The Defining Decade by Meg Ray is one of those books that you read because you want to get your life together finally. As a twenty-year-old something I completely agree with that.
I started reading this book while in isolation to try to make something of my “free” time and maybe, hopefully, inspire me to do “more”. And it did.
This book is the perfect thing to read for self-development. It is full of anecdotes of real people, who struggled with the same issues we are struggling now, e.g. procrastination, life crisis, doubt etc. and somehow all these people managed to end up really good, in a place they really wanted to be but didn’t know how to get there.
Because Meg Ray is a psychologist, this book really serves as a therapy session at home. She offers valuable advice to her patients, to whom we can relate.
Throughout the pages, she is trying to reinforce her message “you should take advantage of your twenty-somethings to build for the thirties and so on”. Before reading this book, I haven’t really overthought about my life in the long run, but this is the thing we should be doing. We should figure out what we really want to do in the future and start building today even if we are in quarantine or isolation or whatever. Opportunity is an opportunity, and this is an excellent time to develop our own “personal brand”.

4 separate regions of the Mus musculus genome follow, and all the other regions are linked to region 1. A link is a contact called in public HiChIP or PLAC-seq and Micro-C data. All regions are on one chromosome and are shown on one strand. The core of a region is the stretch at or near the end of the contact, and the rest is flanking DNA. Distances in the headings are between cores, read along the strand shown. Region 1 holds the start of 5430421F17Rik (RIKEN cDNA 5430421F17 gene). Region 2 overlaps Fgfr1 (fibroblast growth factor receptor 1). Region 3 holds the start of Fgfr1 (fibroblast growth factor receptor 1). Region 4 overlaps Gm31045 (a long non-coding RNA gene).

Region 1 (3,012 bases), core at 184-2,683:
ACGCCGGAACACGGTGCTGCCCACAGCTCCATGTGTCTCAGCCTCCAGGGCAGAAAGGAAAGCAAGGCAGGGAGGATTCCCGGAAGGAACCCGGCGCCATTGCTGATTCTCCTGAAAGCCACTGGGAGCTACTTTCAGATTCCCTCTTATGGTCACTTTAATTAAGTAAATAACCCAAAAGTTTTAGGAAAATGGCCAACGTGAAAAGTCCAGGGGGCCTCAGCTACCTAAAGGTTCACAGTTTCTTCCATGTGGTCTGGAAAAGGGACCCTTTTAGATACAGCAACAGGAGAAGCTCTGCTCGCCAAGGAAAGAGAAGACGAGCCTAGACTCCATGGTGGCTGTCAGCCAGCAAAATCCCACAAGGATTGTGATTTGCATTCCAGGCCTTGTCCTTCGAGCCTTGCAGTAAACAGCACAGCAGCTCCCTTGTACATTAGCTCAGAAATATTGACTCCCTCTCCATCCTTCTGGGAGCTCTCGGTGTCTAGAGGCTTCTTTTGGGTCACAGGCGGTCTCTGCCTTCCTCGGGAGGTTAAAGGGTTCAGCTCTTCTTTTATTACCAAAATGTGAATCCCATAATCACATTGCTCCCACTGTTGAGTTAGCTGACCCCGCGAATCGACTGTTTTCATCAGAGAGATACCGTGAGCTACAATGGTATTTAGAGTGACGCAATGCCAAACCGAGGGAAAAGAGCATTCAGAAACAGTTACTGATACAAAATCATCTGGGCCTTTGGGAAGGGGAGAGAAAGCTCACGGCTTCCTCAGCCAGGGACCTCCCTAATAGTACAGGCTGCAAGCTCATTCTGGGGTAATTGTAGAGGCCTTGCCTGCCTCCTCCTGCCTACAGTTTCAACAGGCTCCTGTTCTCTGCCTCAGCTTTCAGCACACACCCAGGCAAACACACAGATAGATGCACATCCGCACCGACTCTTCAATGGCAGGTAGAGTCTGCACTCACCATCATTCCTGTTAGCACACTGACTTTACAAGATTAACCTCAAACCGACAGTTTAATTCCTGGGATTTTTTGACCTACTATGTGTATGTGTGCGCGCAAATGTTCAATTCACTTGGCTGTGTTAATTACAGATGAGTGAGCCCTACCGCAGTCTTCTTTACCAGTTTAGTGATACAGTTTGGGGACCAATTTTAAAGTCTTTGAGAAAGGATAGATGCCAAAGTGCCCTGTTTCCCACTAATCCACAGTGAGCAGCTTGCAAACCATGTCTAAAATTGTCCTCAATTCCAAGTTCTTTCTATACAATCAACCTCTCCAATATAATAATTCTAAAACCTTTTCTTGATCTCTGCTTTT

Building our own “brand” doesn’t mean we are building a company, but we are gaining knowledge that will help us find a job, write that book we want, become a social media influencer or whatever we wanted to do. And the truth is, this is the excellent time to put those online classes and articles to use. What do you say?
Now I know you’ve come here to read my review. I went a bit off track, but I do believe this is a great book for anyone out there who wants to get their life back and doesn’t know-how. Full of good advice and real-life, relatable stories, it’s a really good book.
A quote that sums up this book “There are fifty million twentysomethings in the United States, most of whom are living with a staggering, unprecedented amount of uncertainty. Many have no idea what they will be doing, where they will be living, or who they will be with in two or even ten years. […] They wonder if they should be photographers or lawyers or designers or bankers. […] Most simply, they don’t know if their lives will work out and they don’t know what to do.”
Let's get our lives back.